The Energy Company Obligation (ECO) is a government energy efficiency scheme in Great Britain designed to tackle fuel poverty and help reduce carbon emissions.
The scheme has seen 4 iterations, ECO, ECO1, ECO2 and ECO3, a brief overview can be found at the bottom of this page. The ECO3 scheme closed on 31 March 2022 and the ECO4 Order came into force in July 2022. ECO4 applies to measures installed from 1 April 2022 and will cover a four-year period until 31 March 2026.
How does ECO work?
The ECO scheme works by placing a Home Heating Cost Reduction Obligation (HHCRO) on medium and large energy suppliers. Under HHCRO, obligated suppliers must promote measures that improve the ability of low-income, fuel-poor and vulnerable households to heat their homes. This includes actions that result in reduced energy usage, such as installing insulation or upgrading a heating system. The overall target for these measures is divided between suppliers based on their relative share of the domestic gas and electricity market.
Who is the scheme for?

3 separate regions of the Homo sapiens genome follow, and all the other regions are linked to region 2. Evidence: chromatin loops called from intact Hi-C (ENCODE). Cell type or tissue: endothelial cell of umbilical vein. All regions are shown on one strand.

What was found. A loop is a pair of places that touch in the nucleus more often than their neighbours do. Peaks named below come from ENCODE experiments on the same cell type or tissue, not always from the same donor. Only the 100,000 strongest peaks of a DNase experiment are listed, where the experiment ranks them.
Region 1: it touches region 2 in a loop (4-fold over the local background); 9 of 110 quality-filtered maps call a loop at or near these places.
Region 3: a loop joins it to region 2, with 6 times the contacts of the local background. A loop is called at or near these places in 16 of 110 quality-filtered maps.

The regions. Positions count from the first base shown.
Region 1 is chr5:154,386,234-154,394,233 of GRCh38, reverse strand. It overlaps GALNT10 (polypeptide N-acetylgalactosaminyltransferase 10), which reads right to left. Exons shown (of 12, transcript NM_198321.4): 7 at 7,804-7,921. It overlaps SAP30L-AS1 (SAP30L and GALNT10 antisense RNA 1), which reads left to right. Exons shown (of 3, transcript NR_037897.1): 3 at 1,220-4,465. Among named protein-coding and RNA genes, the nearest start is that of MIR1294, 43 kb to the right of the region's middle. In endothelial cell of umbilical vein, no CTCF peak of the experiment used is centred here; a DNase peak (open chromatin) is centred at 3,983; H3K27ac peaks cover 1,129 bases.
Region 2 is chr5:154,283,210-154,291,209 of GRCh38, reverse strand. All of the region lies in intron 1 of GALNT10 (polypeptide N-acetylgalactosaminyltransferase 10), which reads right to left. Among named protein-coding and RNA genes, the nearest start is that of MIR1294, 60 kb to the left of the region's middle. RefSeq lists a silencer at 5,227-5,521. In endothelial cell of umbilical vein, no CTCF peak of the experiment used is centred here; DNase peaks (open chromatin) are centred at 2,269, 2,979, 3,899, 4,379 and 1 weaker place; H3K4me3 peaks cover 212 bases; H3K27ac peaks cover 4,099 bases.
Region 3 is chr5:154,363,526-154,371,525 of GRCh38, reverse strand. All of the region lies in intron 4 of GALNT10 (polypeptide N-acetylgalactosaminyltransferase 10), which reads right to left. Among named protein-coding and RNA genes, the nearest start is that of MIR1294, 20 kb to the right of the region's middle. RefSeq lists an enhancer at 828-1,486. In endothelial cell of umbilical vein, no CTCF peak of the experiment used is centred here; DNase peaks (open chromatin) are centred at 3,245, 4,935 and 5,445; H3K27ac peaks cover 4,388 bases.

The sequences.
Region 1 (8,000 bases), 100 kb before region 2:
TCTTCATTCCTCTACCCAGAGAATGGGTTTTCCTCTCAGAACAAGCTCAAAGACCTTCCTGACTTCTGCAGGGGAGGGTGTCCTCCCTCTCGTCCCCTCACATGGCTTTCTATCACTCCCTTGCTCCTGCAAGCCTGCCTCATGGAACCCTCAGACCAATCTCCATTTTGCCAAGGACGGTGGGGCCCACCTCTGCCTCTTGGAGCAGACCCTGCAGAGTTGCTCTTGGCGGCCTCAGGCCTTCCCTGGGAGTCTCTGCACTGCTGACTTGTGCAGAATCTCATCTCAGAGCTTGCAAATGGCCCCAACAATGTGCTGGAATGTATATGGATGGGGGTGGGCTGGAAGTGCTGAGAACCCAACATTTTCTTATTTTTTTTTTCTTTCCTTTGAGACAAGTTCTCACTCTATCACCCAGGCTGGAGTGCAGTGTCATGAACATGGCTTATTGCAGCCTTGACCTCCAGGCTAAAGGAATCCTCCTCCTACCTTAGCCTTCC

The ECO scheme supports energy efficiency measures in the home of those considered to be in fuel poverty, if you’re a homeowner or tenant you can find out more in the homeowners and tenants section.
Also see our dedicated pages if you are an energy supplier, part of the supply chain or a local authority.
All guidance documents are available in the Contacts, guidance and resources section.
Ofgem has been appointed the scheme administrator on behalf of the Department for Energy Security & Net Zero. Our duties include:
- allocating a proportion of targets to obligated suppliers
- monitoring supplier progress and deciding whether they’ve achieved their obligations
- reporting to the Secretary of State
- auditing, ensuring compliance and preventing and detecting fraud
How are Energy Suppliers performing against their targets?
To view how energy suppliers are progressing towards meeting their targets for this obligation, we publish monthly reports.